The thing to keep in mind is that there are individual groups (ie. men and women), and there are individuals within those groups.

The way to learn something is to recognize that the trait of the group follows in “this” direction, even though there are individual exceptions which follow “that” direction.

It’s time to stop looking for the lowest common denominator.

There are individual groups, and there are individuals within those groups. 
Click Pic for "The Wife of Noble Character (Would Make Me a Sandwich!)"
"Meanwhile, as long as there's one honest woman living at the temple atop Mount NAWALT in Tibet..." -- White Knight
Mathieu of Boulogne (1295) on NAWALT

From “The Lamentations of Matheolus”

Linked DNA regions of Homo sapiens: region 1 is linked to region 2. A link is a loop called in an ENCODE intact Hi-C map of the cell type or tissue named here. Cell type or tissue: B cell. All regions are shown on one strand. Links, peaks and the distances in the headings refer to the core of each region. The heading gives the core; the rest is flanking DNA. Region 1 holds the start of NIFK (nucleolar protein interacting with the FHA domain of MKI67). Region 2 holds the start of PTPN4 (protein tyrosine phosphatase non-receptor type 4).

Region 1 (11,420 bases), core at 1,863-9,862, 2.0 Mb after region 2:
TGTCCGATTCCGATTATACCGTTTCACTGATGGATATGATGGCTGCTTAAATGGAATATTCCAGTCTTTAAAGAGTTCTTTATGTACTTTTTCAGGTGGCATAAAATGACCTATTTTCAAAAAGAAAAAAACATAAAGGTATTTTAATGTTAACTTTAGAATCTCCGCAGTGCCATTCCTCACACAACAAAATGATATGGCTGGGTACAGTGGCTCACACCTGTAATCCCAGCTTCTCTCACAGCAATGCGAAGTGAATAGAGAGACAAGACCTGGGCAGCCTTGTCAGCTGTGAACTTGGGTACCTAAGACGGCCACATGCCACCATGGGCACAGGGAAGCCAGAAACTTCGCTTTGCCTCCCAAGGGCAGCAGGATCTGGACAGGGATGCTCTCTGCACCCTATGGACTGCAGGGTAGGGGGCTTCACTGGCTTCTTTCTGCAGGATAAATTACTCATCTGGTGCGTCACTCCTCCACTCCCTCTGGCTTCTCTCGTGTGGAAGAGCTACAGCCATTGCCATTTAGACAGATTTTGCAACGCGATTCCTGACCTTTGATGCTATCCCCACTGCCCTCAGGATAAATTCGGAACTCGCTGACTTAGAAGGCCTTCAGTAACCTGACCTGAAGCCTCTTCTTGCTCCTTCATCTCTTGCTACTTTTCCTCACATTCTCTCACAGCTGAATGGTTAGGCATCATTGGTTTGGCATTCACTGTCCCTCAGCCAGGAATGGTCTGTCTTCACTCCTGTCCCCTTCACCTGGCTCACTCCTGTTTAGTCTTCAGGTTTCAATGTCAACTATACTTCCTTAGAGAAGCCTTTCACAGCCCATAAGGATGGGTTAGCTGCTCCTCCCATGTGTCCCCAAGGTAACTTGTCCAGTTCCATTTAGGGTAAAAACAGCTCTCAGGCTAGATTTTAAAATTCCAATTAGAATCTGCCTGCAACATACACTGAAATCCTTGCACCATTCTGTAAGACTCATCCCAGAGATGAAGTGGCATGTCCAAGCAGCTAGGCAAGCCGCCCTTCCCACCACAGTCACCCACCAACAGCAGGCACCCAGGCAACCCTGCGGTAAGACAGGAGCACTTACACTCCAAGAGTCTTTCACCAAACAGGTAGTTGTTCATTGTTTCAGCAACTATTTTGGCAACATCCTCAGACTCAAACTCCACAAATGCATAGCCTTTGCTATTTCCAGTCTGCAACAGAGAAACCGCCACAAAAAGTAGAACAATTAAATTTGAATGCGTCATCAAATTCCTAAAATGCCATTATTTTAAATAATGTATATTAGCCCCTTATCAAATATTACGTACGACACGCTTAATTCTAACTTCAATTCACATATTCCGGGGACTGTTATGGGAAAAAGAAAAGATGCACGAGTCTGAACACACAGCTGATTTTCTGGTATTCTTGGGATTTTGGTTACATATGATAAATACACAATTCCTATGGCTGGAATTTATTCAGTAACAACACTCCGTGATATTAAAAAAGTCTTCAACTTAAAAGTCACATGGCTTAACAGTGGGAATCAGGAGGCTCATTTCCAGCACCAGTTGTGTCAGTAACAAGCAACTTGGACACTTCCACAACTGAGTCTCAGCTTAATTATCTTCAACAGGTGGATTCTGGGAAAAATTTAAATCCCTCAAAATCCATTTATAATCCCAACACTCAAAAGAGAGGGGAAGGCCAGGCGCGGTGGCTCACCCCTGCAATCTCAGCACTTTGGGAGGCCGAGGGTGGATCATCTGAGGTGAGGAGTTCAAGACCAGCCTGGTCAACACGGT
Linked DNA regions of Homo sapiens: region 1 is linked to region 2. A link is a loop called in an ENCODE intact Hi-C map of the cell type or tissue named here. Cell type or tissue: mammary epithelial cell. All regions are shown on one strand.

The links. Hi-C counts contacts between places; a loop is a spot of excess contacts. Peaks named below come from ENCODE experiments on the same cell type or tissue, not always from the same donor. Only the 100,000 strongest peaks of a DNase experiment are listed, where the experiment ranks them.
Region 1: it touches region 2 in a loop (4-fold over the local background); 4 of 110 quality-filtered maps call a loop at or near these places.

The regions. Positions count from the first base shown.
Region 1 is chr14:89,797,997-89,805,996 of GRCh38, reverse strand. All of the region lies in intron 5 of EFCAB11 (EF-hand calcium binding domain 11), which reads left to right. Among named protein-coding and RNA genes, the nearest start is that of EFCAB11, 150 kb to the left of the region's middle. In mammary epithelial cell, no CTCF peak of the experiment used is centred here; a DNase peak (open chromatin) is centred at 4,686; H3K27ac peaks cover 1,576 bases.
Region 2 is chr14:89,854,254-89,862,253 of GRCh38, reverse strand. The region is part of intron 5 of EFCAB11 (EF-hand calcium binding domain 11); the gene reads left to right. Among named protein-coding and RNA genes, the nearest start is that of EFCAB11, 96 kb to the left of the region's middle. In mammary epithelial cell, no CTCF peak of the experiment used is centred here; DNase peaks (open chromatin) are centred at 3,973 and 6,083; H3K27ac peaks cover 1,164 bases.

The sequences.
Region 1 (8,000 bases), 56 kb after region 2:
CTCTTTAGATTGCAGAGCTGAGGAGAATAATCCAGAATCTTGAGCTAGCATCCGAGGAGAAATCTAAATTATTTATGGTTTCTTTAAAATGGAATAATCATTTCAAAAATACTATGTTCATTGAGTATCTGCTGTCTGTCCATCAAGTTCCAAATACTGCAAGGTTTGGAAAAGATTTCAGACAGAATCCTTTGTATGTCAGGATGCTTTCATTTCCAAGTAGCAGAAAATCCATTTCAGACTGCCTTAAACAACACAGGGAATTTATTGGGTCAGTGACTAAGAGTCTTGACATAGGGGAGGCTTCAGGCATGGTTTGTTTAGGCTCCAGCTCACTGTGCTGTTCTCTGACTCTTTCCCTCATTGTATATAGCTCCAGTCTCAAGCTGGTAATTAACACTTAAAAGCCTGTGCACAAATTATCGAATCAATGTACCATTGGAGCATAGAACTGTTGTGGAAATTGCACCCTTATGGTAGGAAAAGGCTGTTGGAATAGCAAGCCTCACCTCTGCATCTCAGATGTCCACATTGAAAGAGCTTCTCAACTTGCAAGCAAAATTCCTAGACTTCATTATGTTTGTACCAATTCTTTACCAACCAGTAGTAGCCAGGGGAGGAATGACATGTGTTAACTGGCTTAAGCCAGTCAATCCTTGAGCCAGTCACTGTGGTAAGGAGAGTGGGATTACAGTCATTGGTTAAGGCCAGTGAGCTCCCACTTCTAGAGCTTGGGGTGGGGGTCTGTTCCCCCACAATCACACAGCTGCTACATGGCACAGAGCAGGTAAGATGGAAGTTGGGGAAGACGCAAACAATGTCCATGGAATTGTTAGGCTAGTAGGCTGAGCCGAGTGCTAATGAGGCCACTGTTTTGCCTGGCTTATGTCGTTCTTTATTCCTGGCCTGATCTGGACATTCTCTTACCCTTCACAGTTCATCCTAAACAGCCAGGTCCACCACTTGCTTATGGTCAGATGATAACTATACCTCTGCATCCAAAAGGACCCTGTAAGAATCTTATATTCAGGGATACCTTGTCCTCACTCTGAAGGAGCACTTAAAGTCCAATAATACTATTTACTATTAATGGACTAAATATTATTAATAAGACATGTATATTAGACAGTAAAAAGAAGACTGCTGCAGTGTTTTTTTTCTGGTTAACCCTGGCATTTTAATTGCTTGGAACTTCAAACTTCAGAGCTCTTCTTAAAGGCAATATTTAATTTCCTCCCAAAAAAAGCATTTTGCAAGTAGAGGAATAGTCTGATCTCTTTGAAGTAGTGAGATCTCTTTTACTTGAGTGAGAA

Proverbs 31:10-31 The Wife of Noble Character (Would Make Me a Sandwich!) - Click Pic:"Yet one might disagree with me, criticize my conclusion. and, putting forward the opposite point of view, suggest that my words are completely untrue. For, if some women are evil and perverse and abnormal, it does not necessarily follow that all of them are so cruel and wicked; nor should all of them be lumped together in this general reproach. A speech is badly composed if one's general conclusion is only partly valid. Logic hates this type of argumentation. Nevertheless, this present work, which expresses the pain in my heart, wishes me to exclude nothing, but commands me to push my argument to its logical, if extreme, conclusion, which is that no good woman exists. Solomon, in his works, makes an amazing comment, which supports my case, for he exclaims, "Who could find a virtuous woman?" The implication here is, of course, that this would be impossible. Since he says this, who am I to disagree? Why should I be shocked? What's more, he says that a base and broken man is worth more than a woman when she's doing good. Thus there is no woman worth anything at all; I don't need to look for further proof. That's enough logical demonstration.